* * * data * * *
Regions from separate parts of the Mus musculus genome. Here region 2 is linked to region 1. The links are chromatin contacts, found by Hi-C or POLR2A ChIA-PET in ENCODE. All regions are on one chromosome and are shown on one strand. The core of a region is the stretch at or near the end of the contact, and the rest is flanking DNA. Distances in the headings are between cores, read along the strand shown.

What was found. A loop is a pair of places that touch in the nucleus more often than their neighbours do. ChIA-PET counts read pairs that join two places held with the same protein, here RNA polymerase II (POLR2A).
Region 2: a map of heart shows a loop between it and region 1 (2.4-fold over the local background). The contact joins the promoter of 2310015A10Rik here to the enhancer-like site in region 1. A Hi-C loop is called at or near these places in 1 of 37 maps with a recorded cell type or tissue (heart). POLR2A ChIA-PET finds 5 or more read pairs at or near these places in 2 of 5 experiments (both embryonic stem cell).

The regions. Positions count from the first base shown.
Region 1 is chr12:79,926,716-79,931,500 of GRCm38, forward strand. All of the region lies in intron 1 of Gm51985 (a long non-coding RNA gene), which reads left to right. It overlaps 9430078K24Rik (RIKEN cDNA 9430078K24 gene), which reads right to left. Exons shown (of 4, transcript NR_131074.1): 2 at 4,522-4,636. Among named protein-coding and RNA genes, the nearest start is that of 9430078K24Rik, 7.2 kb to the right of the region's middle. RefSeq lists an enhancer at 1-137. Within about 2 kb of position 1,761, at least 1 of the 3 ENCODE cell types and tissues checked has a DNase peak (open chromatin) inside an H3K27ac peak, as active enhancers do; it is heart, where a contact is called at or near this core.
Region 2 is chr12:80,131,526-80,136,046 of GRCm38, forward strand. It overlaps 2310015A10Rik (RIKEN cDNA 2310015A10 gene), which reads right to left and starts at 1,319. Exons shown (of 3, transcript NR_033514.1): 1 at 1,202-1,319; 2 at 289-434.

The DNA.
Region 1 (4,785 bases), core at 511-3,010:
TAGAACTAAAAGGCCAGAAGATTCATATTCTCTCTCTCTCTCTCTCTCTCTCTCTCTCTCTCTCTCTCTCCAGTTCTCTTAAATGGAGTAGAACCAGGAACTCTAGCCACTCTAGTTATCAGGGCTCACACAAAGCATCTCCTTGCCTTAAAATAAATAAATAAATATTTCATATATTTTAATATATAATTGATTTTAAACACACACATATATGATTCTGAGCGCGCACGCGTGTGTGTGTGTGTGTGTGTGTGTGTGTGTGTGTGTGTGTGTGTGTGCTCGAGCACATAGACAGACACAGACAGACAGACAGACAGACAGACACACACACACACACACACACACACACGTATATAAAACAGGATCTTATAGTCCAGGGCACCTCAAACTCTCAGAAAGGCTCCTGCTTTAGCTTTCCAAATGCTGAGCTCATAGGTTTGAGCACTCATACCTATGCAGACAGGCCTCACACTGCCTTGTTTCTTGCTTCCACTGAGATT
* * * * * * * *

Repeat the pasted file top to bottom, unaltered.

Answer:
Regions from separate parts of the Mus musculus genome. Here region 2 is linked to region 1. The links are chromatin contacts, found by Hi-C or POLR2A ChIA-PET in ENCODE. All regions are on one chromosome and are shown on one strand. The core of a region is the stretch at or near the end of the contact, and the rest is flanking DNA. Distances in the headings are between cores, read along the strand shown.

What was found. A loop is a pair of places that touch in the nucleus more often than their neighbours do. ChIA-PET counts read pairs that join two places held with the same protein, here RNA polymerase II (POLR2A).
Region 2: a map of heart shows a loop between it and region 1 (2.4-fold over the local background). The contact joins the promoter of 2310015A10Rik here to the enhancer-like site in region 1. A Hi-C loop is called at or near these places in 1 of 37 maps with a recorded cell type or tissue (heart). POLR2A ChIA-PET finds 5 or more read pairs at or near these places in 2 of 5 experiments (both embryonic stem cell).

The regions. Positions count from the first base shown.
Region 1 is chr12:79,926,716-79,931,500 of GRCm38, forward strand. All of the region lies in intron 1 of Gm51985 (a long non-coding RNA gene), which reads left to right. It overlaps 9430078K24Rik (RIKEN cDNA 9430078K24 gene), which reads right to left. Exons shown (of 4, transcript NR_131074.1): 2 at 4,522-4,636. Among named protein-coding and RNA genes, the nearest start is that of 9430078K24Rik, 7.2 kb to the right of the region's middle. RefSeq lists an enhancer at 1-137. Within about 2 kb of position 1,761, at least 1 of the 3 ENCODE cell types and tissues checked has a DNase peak (open chromatin) inside an H3K27ac peak, as active enhancers do; it is heart, where a contact is called at or near this core.
Region 2 is chr12:80,131,526-80,136,046 of GRCm38, forward strand. It overlaps 2310015A10Rik (RIKEN cDNA 2310015A10 gene), which reads right to left and starts at 1,319. Exons shown (of 3, transcript NR_033514.1): 1 at 1,202-1,319; 2 at 289-434.

The DNA.
Region 1 (4,785 bases), core at 511-3,010:
TAGAACTAAAAGGCCAGAAGATTCATATTCTCTCTCTCTCTCTCTCTCTCTCTCTCTCTCTCTCTCTCTCCAGTTCTCTTAAATGGAGTAGAACCAGGAACTCTAGCCACTCTAGTTATCAGGGCTCACACAAAGCATCTCCTTGCCTTAAAATAAATAAATAAATATTTCATATATTTTAATATATAATTGATTTTAAACACACACATATATGATTCTGAGCGCGCACGCGTGTGTGTGTGTGTGTGTGTGTGTGTGTGTGTGTGTGTGTGTGTGTGCTCGAGCACATAGACAGACACAGACAGACAGACAGACAGACAGACACACACACACACACACACACACACACGTATATAAAACAGGATCTTATAGTCCAGGGCACCTCAAACTCTCAGAAAGGCTCCTGCTTTAGCTTTCCAAATGCTGAGCTCATAGGTTTGAGCACTCATACCTATGCAGACAGGCCTCACACTGCCTTGTTTCTTGCTTCCACTGAGATT